FAFSA® and Financial Aid Glossary

We know that financial aid and filing the FAFSA® can be confusing. So, we’ve done everything we can to make it easy as pie! Use the terms listed below to help answer you on your quest for financial aid and an affordable education!

Financial Aid TermDefinition
1040 FormThe 1040 Form is an IRS tax form used for personal federal income tax returns filed by United States residents.
Academic YearThe Academic Year typically runs from the Fall semester to the Summer semester of the following year.
Alien Registration NumberAn Alien Registration Number (A-Number, Alien Number, or USCIS Number) is a seven-to-nine-digit number that U.S. Citizenship and Immigration Services gives to most immigrants who apply to live in the United States.
Associate DegreeAn associate degree is an undergraduate degree awarded after a course of post-secondary study lasting two to three years.
Bachelor’s DegreeA bachelor’s degree is an undergraduate academic degree awarded to students by colleges and universities upon completion of a course of study lasting three to six years. The two most common bachelor’s degrees are the Bachelor of Arts and the Bachelor of Science.
Certificate ProgramCollege certificate programs are designed to offer you the opportunity to refresh, pick up or master a subject or skill at the postsecondary level. A certificate program will typically require fewer credits and take less time to complete than an associate or bachelor’s degree.
Dependent StudentA dependent student, for the purposes of filling out the Free Application for Federal Student Aid (FAFSA®), is someone who is evaluated for financial aid based both on their own income and their parents’—even if that student’s parents will not contribute financially to their college education.
Dislocated WorkerDislocated workers are individuals who have lost their jobs due to a layoff. Workers who are terminated due to unsatisfactory job performance are not considered displaced workers.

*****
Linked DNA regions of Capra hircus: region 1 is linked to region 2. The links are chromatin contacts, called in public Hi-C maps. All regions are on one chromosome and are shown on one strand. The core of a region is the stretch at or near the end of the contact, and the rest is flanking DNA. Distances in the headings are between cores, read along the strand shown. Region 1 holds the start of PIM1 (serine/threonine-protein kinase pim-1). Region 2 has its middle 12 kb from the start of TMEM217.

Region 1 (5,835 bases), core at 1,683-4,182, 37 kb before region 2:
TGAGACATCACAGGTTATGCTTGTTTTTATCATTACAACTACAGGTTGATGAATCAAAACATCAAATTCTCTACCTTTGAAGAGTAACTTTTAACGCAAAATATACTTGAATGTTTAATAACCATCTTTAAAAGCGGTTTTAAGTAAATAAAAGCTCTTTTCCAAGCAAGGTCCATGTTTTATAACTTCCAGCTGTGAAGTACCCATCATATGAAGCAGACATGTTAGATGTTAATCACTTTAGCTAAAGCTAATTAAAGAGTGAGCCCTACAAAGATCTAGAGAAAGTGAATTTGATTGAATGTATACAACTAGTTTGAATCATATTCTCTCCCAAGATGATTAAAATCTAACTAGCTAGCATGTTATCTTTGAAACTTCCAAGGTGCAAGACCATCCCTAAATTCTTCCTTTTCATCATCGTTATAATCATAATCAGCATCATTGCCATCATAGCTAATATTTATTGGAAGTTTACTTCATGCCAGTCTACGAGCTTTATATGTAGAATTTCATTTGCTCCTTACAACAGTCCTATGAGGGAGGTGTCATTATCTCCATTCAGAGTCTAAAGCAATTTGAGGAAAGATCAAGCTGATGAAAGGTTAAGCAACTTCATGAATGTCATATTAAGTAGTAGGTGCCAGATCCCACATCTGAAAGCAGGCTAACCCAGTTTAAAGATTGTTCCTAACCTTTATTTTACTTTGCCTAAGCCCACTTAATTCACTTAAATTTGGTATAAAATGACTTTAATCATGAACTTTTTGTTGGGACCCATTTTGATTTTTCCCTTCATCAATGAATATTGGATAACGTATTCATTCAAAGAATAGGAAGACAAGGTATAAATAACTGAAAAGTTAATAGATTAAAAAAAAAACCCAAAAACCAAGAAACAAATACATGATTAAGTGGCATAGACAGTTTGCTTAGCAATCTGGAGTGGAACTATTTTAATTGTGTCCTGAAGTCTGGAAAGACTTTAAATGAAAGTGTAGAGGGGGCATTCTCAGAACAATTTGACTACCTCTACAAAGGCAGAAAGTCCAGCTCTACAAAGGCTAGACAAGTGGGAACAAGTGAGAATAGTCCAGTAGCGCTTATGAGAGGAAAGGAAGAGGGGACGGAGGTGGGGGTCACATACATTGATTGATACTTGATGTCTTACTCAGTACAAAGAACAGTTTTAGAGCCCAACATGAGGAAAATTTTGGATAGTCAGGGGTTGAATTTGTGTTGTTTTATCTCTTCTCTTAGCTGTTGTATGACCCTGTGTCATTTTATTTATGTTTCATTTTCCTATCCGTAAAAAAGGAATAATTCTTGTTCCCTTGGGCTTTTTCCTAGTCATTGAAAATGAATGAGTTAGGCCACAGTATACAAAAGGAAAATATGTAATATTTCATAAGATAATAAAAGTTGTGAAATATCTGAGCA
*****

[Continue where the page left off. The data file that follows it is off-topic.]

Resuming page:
Early ActionEarly action (EA) is a type of early admission process offered by some institutions for admission to colleges and universities in the United States. Unlike the regular admissions process, EA usually requires students to submit an application by mid-October or early November of their senior year of high school instead of January 1.
Early DecisionEarly decision or early acceptance is a common policy used in college admissions in the United States for admitting freshmen to undergraduate programs. It is used to show the college or university that it’s the student’s first-choice school.
EFCA students’ EFC, also known as their Expected Family Contribution is a number generated after filling out the FAFSA® that is used by schools to determine the amount of financial aid a student is awarded.
FAFSA®The Free Application for Federal Student Aid (FAFSA®) is an application all college-bound students must fill out in order to apply for federal student aid.
Federal Financial AidFederal Financial aid is money awarded to United States Citizens to help pay for college or career school in the form of grants, work-study, loans, and scholarships.
Federal Pell GrantFederal Pell Grants usually are awarded only to undergraduate students who display exceptional financial need and have not yet earned a bachelor’s degree. Generally, this money does NOT need to be repaid.